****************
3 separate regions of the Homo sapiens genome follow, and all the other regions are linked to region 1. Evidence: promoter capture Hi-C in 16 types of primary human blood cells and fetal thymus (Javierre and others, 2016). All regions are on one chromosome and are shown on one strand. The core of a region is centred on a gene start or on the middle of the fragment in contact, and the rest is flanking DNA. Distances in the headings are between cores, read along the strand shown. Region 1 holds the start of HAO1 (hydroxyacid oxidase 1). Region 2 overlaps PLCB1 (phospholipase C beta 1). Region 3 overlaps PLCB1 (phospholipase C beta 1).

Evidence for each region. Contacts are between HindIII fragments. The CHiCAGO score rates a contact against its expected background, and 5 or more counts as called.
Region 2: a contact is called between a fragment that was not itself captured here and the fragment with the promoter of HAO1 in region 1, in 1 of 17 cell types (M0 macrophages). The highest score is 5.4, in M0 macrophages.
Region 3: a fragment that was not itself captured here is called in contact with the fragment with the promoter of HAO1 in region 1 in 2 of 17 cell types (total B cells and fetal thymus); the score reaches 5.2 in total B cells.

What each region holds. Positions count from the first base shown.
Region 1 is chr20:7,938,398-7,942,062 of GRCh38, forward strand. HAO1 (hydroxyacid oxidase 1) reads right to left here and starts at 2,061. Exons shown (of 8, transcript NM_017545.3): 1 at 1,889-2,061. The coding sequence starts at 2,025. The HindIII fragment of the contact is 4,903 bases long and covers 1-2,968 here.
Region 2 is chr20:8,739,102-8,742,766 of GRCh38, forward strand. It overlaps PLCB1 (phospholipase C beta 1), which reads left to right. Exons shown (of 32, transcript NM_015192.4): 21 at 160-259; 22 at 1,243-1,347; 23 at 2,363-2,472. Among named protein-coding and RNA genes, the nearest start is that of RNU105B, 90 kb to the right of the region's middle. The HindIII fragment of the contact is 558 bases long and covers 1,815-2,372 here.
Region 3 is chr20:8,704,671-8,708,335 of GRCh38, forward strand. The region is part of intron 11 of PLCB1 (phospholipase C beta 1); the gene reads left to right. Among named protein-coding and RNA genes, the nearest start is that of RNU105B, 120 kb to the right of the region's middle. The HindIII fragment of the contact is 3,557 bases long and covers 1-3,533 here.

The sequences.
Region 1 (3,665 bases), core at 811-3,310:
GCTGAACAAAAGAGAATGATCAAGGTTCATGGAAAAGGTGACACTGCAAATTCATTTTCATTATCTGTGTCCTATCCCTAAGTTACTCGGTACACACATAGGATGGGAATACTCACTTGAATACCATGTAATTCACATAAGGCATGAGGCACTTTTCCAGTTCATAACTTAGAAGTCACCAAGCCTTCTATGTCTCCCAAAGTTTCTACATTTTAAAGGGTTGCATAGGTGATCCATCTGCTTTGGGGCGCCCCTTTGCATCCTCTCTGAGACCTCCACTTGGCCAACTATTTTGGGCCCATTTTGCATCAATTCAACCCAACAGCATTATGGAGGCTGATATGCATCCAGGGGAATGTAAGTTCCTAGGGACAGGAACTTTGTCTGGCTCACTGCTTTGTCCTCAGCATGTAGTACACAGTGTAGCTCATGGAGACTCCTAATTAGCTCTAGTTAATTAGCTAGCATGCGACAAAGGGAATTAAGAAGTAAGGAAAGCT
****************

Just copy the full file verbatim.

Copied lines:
3 separate regions of the Homo sapiens genome follow, and all the other regions are linked to region 1. Evidence: promoter capture Hi-C in 16 types of primary human blood cells and fetal thymus (Javierre and others, 2016). All regions are on one chromosome and are shown on one strand. The core of a region is centred on a gene start or on the middle of the fragment in contact, and the rest is flanking DNA. Distances in the headings are between cores, read along the strand shown. Region 1 holds the start of HAO1 (hydroxyacid oxidase 1). Region 2 overlaps PLCB1 (phospholipase C beta 1). Region 3 overlaps PLCB1 (phospholipase C beta 1).

Evidence for each region. Contacts are between HindIII fragments. The CHiCAGO score rates a contact against its expected background, and 5 or more counts as called.
Region 2: a contact is called between a fragment that was not itself captured here and the fragment with the promoter of HAO1 in region 1, in 1 of 17 cell types (M0 macrophages). The highest score is 5.4, in M0 macrophages.
Region 3: a fragment that was not itself captured here is called in contact with the fragment with the promoter of HAO1 in region 1 in 2 of 17 cell types (total B cells and fetal thymus); the score reaches 5.2 in total B cells.

What each region holds. Positions count from the first base shown.
Region 1 is chr20:7,938,398-7,942,062 of GRCh38, forward strand. HAO1 (hydroxyacid oxidase 1) reads right to left here and starts at 2,061. Exons shown (of 8, transcript NM_017545.3): 1 at 1,889-2,061. The coding sequence starts at 2,025. The HindIII fragment of the contact is 4,903 bases long and covers 1-2,968 here.
Region 2 is chr20:8,739,102-8,742,766 of GRCh38, forward strand. It overlaps PLCB1 (phospholipase C beta 1), which reads left to right. Exons shown (of 32, transcript NM_015192.4): 21 at 160-259; 22 at 1,243-1,347; 23 at 2,363-2,472. Among named protein-coding and RNA genes, the nearest start is that of RNU105B, 90 kb to the right of the region's middle. The HindIII fragment of the contact is 558 bases long and covers 1,815-2,372 here.
Region 3 is chr20:8,704,671-8,708,335 of GRCh38, forward strand. The region is part of intron 11 of PLCB1 (phospholipase C beta 1); the gene reads left to right. Among named protein-coding and RNA genes, the nearest start is that of RNU105B, 120 kb to the right of the region's middle. The HindIII fragment of the contact is 3,557 bases long and covers 1-3,533 here.

The sequences.
Region 1 (3,665 bases), core at 811-3,310:
GCTGAACAAAAGAGAATGATCAAGGTTCATGGAAAAGGTGACACTGCAAATTCATTTTCATTATCTGTGTCCTATCCCTAAGTTACTCGGTACACACATAGGATGGGAATACTCACTTGAATACCATGTAATTCACATAAGGCATGAGGCACTTTTCCAGTTCATAACTTAGAAGTCACCAAGCCTTCTATGTCTCCCAAAGTTTCTACATTTTAAAGGGTTGCATAGGTGATCCATCTGCTTTGGGGCGCCCCTTTGCATCCTCTCTGAGACCTCCACTTGGCCAACTATTTTGGGCCCATTTTGCATCAATTCAACCCAACAGCATTATGGAGGCTGATATGCATCCAGGGGAATGTAAGTTCCTAGGGACAGGAACTTTGTCTGGCTCACTGCTTTGTCCTCAGCATGTAGTACACAGTGTAGCTCATGGAGACTCCTAATTAGCTCTAGTTAATTAGCTAGCATGCGACAAAGGGAATTAAGAAGTAAGGAAAGCT